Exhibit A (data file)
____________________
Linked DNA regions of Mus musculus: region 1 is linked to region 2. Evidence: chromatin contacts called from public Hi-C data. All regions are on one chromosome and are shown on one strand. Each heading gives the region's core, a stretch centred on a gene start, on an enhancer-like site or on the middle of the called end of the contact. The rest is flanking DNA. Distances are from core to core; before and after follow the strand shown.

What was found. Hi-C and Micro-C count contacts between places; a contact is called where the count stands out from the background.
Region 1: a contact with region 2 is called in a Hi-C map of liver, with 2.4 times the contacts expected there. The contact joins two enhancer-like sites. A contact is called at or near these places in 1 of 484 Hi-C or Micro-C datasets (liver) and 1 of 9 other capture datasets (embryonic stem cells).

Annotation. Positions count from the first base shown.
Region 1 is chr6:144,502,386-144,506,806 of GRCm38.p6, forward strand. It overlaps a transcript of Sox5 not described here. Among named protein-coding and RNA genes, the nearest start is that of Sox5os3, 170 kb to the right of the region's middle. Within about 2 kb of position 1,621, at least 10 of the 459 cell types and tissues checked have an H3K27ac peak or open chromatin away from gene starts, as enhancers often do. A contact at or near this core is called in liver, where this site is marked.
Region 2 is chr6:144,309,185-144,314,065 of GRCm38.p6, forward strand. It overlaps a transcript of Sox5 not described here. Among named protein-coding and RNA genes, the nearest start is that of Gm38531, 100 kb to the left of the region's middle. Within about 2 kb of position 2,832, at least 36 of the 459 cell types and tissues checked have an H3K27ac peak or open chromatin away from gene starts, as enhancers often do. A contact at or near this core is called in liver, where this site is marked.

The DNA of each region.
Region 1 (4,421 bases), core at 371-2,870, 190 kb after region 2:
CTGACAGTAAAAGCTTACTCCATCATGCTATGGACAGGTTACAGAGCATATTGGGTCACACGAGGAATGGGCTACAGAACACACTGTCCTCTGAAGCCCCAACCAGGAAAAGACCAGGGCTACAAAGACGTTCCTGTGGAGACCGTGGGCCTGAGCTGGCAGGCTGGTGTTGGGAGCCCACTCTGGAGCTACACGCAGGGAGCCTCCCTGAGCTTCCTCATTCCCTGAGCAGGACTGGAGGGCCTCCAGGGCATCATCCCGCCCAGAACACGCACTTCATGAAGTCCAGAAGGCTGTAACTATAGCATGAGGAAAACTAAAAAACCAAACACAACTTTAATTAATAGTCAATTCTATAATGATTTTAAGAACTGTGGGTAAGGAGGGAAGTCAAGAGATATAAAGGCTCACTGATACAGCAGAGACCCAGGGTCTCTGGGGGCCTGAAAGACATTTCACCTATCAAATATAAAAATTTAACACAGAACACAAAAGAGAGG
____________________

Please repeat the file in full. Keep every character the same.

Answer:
Linked DNA regions of Mus musculus: region 1 is linked to region 2. Evidence: chromatin contacts called from public Hi-C data. All regions are on one chromosome and are shown on one strand. Each heading gives the region's core, a stretch centred on a gene start, on an enhancer-like site or on the middle of the called end of the contact. The rest is flanking DNA. Distances are from core to core; before and after follow the strand shown.

What was found. Hi-C and Micro-C count contacts between places; a contact is called where the count stands out from the background.
Region 1: a contact with region 2 is called in a Hi-C map of liver, with 2.4 times the contacts expected there. The contact joins two enhancer-like sites. A contact is called at or near these places in 1 of 484 Hi-C or Micro-C datasets (liver) and 1 of 9 other capture datasets (embryonic stem cells).

Annotation. Positions count from the first base shown.
Region 1 is chr6:144,502,386-144,506,806 of GRCm38.p6, forward strand. It overlaps a transcript of Sox5 not described here. Among named protein-coding and RNA genes, the nearest start is that of Sox5os3, 170 kb to the right of the region's middle. Within about 2 kb of position 1,621, at least 10 of the 459 cell types and tissues checked have an H3K27ac peak or open chromatin away from gene starts, as enhancers often do. A contact at or near this core is called in liver, where this site is marked.
Region 2 is chr6:144,309,185-144,314,065 of GRCm38.p6, forward strand. It overlaps a transcript of Sox5 not described here. Among named protein-coding and RNA genes, the nearest start is that of Gm38531, 100 kb to the left of the region's middle. Within about 2 kb of position 2,832, at least 36 of the 459 cell types and tissues checked have an H3K27ac peak or open chromatin away from gene starts, as enhancers often do. A contact at or near this core is called in liver, where this site is marked.

The DNA of each region.
Region 1 (4,421 bases), core at 371-2,870, 190 kb after region 2:
CTGACAGTAAAAGCTTACTCCATCATGCTATGGACAGGTTACAGAGCATATTGGGTCACACGAGGAATGGGCTACAGAACACACTGTCCTCTGAAGCCCCAACCAGGAAAAGACCAGGGCTACAAAGACGTTCCTGTGGAGACCGTGGGCCTGAGCTGGCAGGCTGGTGTTGGGAGCCCACTCTGGAGCTACACGCAGGGAGCCTCCCTGAGCTTCCTCATTCCCTGAGCAGGACTGGAGGGCCTCCAGGGCATCATCCCGCCCAGAACACGCACTTCATGAAGTCCAGAAGGCTGTAACTATAGCATGAGGAAAACTAAAAAACCAAACACAACTTTAATTAATAGTCAATTCTATAATGATTTTAAGAACTGTGGGTAAGGAGGGAAGTCAAGAGATATAAAGGCTCACTGATACAGCAGAGACCCAGGGTCTCTGGGGGCCTGAAAGACATTTCACCTATCAAATATAAAAATTTAACACAGAACACAAAAGAGAGG